Lynda Roscoe Hartigan has moved several times during her museum career, taking along seashells collected from beaches all over the world. Bags are marked with the date and location of their discovery. “I love the ocean and the act of beachcombing. There is something mesmerizing about the activity of walking along the water’s edge and looking down,” says Hartigan, who returned in August to the Peabody Essex Museum as its new executive director and CEO. “I think there is this compulsion to acquire some part of nature and keep it with you.” Back on the North Shore, Hartigan’s next collecting goal is sea glass.
PEM’s early collecting, which began more than 200 years ago, included natural curiosities from both Essex County and around the world. It’s fitting that the museum’s summer exhibition, “In American Waters,” with its classic maritime paintings, many from PEM’s collection, welcomed Hartigan back to the Massachusetts coastline, to where she served as PEM’s first chief curator, rising to deputy director in 2016. In her years at PEM, she led an ambitious, award-winning curatorial and exhibition program and reimagined the museum’s collection strategies.
But, like the rest of the world, home has changed. With the pandemic, racial protests, exposed food insecurity and a housing crisis, PEM has to stay vigilant to serve the community, says Hartigan, who returns from a year serving as deputy director for Collections & Research and chief innovation officer at Canada’s largest and most visited museum, the Royal Ontario Museum (ROM) in Toronto. Though Hartigan worked at ROM mostly virtually, she has learned a lot and plans to bring her progressive vision to advance PEM as a vital and positive force in people’s lives.
ROM is an art museum that also focuses on the sciences. “It reminded me that you can cross-fertilize the disciplines and come up with something fresh,” says Hartigan. “PEM is a combination of art, culture, and nature, going back to our origins.” In times of great confusion, we must be creative, says Hartigan, naming PEM’s Climate and Environment initiative as an innovative program to come out of the pandemic. More than ever, she says, we need to work together to heal, and a powerful way to do that is through creative expression. It’s good timing given the cultural reckoning for museums spreading across the globe. “We’ve never been one to say it’s popular, so obviously let’s do it,” says Hartigan. “But given the cultural change going on, what we do has to be listening and figuring out how to be responsive to that. For exhibitions and programs, we need to create a place to come together and discuss and move toward some sort of greater understanding.”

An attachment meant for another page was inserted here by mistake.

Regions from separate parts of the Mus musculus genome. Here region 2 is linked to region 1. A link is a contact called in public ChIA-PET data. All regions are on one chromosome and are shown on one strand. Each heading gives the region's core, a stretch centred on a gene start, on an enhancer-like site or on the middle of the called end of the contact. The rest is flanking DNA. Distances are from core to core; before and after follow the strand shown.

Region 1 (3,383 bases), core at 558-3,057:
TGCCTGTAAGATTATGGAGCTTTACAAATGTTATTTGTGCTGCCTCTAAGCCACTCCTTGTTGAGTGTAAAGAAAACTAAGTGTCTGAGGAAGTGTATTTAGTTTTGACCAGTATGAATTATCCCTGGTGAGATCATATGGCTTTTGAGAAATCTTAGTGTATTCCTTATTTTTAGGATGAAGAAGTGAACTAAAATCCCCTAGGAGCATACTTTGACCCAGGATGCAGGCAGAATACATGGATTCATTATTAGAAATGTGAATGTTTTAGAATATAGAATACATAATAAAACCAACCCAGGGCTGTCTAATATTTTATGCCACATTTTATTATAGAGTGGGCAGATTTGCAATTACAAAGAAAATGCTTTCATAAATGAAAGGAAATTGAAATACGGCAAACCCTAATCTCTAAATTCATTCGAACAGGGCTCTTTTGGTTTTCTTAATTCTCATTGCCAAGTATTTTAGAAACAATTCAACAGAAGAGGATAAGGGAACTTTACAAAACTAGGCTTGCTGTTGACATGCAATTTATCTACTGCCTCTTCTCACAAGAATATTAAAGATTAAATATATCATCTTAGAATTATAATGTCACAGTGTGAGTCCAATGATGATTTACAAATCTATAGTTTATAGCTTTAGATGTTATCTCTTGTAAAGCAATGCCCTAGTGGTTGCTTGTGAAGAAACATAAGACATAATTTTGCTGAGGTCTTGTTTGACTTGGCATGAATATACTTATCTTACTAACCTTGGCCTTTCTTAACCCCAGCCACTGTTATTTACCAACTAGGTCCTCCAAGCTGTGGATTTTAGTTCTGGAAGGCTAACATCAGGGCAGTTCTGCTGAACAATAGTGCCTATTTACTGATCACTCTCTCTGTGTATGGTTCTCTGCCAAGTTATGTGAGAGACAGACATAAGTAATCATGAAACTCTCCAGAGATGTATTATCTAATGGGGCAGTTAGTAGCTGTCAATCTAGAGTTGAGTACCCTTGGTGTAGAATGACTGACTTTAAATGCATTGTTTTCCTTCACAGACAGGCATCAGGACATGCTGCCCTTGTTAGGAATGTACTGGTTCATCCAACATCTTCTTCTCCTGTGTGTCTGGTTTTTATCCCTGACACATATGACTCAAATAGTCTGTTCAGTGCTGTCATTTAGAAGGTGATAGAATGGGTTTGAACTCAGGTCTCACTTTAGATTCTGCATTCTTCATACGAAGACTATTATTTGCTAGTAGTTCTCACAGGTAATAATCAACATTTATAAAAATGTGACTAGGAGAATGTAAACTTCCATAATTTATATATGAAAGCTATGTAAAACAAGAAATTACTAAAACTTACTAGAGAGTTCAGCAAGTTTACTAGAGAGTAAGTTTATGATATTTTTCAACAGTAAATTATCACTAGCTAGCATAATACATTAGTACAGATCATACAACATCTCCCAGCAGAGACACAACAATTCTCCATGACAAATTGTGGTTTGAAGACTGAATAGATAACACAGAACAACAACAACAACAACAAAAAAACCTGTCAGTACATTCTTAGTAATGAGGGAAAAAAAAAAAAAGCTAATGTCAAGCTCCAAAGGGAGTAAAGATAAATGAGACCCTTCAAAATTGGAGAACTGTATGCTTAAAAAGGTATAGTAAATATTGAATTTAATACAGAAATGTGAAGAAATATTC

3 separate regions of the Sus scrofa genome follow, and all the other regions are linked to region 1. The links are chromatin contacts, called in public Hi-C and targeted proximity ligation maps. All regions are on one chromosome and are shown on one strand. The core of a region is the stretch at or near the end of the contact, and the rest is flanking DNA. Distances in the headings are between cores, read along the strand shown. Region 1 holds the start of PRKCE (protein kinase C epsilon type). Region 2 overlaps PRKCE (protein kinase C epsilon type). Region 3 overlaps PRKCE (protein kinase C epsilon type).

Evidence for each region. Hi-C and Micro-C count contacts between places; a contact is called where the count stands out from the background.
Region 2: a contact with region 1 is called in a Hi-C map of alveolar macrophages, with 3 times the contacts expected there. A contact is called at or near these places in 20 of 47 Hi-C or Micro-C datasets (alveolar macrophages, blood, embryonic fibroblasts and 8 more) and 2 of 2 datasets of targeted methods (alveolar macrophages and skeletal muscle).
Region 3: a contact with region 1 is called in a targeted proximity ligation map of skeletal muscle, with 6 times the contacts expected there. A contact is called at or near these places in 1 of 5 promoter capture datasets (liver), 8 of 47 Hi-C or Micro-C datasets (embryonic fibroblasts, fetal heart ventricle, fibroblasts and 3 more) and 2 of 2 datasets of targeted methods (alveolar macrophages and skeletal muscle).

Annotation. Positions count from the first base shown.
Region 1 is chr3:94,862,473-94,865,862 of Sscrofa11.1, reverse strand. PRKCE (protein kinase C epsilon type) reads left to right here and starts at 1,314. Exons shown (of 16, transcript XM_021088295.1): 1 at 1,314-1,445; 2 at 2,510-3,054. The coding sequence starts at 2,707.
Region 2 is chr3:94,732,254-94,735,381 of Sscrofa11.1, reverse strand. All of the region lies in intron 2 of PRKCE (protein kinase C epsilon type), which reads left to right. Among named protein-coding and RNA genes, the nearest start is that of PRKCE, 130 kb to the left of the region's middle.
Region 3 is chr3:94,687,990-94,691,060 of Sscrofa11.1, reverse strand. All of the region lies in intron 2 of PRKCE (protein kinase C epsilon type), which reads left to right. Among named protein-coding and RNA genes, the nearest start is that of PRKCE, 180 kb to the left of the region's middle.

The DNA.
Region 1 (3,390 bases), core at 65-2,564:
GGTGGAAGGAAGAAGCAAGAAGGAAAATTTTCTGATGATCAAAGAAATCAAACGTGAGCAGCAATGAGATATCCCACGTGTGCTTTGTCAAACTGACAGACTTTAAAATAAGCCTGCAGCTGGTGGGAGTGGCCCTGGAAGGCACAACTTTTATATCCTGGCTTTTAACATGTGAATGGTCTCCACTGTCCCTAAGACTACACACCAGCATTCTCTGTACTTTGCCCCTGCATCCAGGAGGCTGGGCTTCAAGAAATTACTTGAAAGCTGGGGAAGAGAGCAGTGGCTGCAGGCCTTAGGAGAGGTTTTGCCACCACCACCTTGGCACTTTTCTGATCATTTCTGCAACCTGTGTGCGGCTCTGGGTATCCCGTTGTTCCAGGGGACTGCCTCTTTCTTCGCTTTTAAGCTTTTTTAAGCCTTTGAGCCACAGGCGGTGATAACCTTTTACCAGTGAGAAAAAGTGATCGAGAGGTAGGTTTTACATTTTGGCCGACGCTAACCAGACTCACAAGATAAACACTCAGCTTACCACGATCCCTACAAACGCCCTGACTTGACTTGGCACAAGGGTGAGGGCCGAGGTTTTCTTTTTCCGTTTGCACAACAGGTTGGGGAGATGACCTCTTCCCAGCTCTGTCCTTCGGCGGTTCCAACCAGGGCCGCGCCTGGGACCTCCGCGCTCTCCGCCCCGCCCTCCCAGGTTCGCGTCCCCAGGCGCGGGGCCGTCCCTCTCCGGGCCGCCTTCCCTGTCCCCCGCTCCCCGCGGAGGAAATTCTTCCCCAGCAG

A leader, a partner, and an advocate
As the first woman to steer the 220-year-old institution, Hartigan says she’s looking to build trust with the staff, while leading with an open and collaborative spirit. She wants to offer clarity, consistency and fairness. “I want to operate as a leader, as a partner and as an advocate in a balanced way,” she says. “Empathy is a word that gets thrown around a lot. I believe it is at the core of my fiber as a human being.”
Hartigan specializes in American art, especially modern, folk, and Black artists, yielding numerous widely recognized exhibitions and publications. What it means to be American grounded her early career at the Smithsonian. In early 2022, PEM will open its new American wing, a project Hartigan helped launch before her departure. The reinstallation of PEM’s Putnam Gallery will make connections between its expansive collection of American decorative arts and paintings with one of the oldest ongoing collections of Native American art in the Western hemisphere. “The key themes that are driving it are identity and placemaking,” says Hartigan. “Making a place for many different perspectives. There will be lots of food for thought in that installation. That these objects can help us understand our complex times is really important.”
Another exhibition offering a multitude of perspectives is The Salem Witch Trials: Reckoning and Reclaiming, which opened in September and runs through March 2022. With portraits by artist Frances Denny that focus on modern day witches from around the country, the exhibition looks to separate those who identify as witches today from the perception of a witch in 17th century Salem when the word was used to control and silence women.
So, just how can the nation’s oldest continually operating museum help us understand our present moment? “To me, it’s about making it available for lifelong learning,” says Hartigan. “Drawing on the past, but valuing the present. Demonstrating that we’re flexible, we’re responsive, we’re open. There is a sense of tradition and permanence because you have a collection, because you have this legacy for developing experiences. But it’s about being able to consistently demonstrate that you are a living organism. That living organism has a responsibility to be responsive and to be participatory. It’s always being open to looking for potential. The potential to make meaning and to pave the way for understanding.”